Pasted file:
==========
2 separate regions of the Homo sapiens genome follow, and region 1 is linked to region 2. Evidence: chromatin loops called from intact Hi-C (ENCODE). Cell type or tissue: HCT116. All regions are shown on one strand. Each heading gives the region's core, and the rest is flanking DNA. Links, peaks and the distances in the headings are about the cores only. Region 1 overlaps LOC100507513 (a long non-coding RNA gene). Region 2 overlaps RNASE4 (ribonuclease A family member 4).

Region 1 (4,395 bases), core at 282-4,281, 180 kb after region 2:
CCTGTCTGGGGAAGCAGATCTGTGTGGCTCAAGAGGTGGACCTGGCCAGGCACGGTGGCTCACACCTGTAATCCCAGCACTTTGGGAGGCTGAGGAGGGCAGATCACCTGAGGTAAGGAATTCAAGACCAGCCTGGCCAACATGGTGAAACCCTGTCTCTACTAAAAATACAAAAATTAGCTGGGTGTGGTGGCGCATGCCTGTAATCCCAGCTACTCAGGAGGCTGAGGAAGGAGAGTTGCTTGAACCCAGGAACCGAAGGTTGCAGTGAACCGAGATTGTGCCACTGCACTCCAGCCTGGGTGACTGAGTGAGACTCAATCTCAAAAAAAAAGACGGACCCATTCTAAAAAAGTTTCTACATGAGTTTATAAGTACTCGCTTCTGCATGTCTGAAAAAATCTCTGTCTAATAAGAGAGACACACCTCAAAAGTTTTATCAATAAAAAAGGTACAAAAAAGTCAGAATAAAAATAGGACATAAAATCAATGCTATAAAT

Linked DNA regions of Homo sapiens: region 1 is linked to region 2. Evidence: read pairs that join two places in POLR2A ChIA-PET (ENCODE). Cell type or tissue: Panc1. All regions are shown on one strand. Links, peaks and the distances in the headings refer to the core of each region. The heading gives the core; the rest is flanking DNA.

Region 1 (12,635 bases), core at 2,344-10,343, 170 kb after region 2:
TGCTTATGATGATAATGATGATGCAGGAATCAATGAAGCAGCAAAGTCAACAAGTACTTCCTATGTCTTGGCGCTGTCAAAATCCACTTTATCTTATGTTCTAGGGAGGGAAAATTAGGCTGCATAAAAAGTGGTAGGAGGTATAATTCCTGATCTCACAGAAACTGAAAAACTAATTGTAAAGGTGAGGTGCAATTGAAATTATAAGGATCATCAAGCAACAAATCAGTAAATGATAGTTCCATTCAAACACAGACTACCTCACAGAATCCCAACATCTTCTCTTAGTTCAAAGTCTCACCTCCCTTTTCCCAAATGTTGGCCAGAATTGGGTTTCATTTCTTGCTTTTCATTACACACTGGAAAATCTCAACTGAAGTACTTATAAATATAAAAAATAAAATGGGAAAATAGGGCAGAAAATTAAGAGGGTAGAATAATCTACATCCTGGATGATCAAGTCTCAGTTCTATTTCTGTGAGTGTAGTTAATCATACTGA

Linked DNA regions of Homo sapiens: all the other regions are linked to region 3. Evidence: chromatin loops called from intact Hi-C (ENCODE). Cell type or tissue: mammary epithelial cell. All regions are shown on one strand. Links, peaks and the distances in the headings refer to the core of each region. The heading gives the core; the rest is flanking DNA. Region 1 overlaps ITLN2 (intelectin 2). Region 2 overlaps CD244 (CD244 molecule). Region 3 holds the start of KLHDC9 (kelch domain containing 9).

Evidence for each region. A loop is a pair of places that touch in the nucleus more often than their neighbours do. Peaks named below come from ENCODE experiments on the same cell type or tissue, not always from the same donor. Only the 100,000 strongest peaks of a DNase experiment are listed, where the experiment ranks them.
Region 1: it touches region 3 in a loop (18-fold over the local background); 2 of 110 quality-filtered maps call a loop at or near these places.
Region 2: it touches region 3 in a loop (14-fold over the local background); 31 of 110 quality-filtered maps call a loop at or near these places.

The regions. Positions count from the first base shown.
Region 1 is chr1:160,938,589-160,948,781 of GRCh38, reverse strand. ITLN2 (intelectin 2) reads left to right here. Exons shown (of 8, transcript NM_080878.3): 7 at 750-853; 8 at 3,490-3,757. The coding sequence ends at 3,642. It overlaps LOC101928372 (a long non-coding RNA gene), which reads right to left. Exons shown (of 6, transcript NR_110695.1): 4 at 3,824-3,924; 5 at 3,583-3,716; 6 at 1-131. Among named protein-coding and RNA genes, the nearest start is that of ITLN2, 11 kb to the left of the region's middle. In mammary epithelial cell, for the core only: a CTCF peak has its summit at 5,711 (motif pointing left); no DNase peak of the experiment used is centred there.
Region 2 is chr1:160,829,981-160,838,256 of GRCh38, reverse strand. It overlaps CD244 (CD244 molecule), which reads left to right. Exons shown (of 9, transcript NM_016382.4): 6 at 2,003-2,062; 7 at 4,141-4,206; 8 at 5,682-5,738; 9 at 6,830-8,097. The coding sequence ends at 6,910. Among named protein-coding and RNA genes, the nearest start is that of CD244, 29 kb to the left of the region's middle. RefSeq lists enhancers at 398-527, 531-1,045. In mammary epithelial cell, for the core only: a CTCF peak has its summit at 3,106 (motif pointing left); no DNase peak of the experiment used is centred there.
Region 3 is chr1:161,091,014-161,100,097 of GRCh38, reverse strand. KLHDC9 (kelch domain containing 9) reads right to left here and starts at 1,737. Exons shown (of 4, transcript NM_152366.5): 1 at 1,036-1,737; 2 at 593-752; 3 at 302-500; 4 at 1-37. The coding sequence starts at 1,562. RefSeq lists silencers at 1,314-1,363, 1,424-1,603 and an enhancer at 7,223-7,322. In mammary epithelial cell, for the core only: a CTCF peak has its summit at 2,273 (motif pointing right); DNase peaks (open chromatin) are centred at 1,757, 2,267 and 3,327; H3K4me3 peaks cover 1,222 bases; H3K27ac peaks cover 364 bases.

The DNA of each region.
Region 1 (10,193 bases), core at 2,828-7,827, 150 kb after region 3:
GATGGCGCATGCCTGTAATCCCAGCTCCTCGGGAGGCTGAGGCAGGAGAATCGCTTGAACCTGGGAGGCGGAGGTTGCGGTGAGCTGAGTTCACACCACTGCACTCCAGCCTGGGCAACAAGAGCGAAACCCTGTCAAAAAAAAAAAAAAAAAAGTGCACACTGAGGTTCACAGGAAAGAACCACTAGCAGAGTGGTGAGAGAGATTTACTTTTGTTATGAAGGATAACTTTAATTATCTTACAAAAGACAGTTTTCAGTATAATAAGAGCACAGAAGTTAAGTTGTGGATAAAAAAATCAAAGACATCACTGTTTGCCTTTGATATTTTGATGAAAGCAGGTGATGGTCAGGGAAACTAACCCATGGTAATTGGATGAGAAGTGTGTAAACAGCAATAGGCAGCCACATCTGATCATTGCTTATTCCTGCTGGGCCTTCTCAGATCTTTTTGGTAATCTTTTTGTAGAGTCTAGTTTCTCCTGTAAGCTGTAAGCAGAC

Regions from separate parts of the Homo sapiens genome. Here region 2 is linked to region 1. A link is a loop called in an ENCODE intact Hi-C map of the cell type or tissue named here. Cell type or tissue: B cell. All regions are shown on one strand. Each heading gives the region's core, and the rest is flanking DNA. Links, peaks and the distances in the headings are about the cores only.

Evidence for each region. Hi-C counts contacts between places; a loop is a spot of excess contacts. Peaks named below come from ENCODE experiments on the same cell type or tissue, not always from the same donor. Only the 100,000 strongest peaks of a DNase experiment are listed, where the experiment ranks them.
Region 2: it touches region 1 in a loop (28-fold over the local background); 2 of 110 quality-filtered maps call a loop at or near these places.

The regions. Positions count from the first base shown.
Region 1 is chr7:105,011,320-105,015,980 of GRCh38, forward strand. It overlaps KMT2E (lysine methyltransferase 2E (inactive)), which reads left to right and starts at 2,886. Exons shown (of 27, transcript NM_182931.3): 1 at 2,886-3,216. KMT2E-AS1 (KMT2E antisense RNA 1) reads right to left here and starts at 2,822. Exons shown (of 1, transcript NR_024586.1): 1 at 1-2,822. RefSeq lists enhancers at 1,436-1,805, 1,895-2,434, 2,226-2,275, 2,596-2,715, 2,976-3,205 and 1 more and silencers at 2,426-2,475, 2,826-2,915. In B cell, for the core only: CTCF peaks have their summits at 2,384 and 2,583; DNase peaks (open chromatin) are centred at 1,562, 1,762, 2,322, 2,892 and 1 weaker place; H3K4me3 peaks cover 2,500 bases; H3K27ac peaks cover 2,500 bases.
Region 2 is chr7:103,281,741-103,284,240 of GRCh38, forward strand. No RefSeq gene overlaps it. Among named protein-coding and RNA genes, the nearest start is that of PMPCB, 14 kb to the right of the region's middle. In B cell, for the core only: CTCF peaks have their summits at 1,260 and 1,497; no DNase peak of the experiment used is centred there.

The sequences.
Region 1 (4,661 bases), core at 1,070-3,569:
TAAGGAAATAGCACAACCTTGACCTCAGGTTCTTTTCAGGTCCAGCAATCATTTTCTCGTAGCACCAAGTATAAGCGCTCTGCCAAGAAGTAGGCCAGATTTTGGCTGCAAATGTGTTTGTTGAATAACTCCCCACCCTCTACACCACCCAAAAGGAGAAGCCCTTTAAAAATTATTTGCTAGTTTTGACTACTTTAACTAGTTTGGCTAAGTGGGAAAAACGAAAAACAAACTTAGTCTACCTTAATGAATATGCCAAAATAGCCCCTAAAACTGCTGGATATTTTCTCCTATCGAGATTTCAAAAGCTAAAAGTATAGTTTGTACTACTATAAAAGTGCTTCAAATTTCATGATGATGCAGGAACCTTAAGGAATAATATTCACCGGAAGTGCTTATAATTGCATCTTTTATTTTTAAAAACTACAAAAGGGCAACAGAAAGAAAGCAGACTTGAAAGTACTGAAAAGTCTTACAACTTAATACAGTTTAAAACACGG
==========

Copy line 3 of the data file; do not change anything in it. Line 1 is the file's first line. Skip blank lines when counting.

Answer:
CCTGTCTGGGGAAGCAGATCTGTGTGGCTCAAGAGGTGGACCTGGCCAGGCACGGTGGCTCACACCTGTAATCCCAGCACTTTGGGAGGCTGAGGAGGGCAGATCACCTGAGGTAAGGAATTCAAGACCAGCCTGGCCAACATGGTGAAACCCTGTCTCTACTAAAAATACAAAAATTAGCTGGGTGTGGTGGCGCATGCCTGTAATCCCAGCTACTCAGGAGGCTGAGGAAGGAGAGTTGCTTGAACCCAGGAACCGAAGGTTGCAGTGAACCGAGATTGTGCCACTGCACTCCAGCCTGGGTGACTGAGTGAGACTCAATCTCAAAAAAAAAGACGGACCCATTCTAAAAAAGTTTCTACATGAGTTTATAAGTACTCGCTTCTGCATGTCTGAAAAAATCTCTGTCTAATAAGAGAGACACACCTCAAAAGTTTTATCAATAAAAAAGGTACAAAAAAGTCAGAATAAAAATAGGACATAAAATCAATGCTATAAAT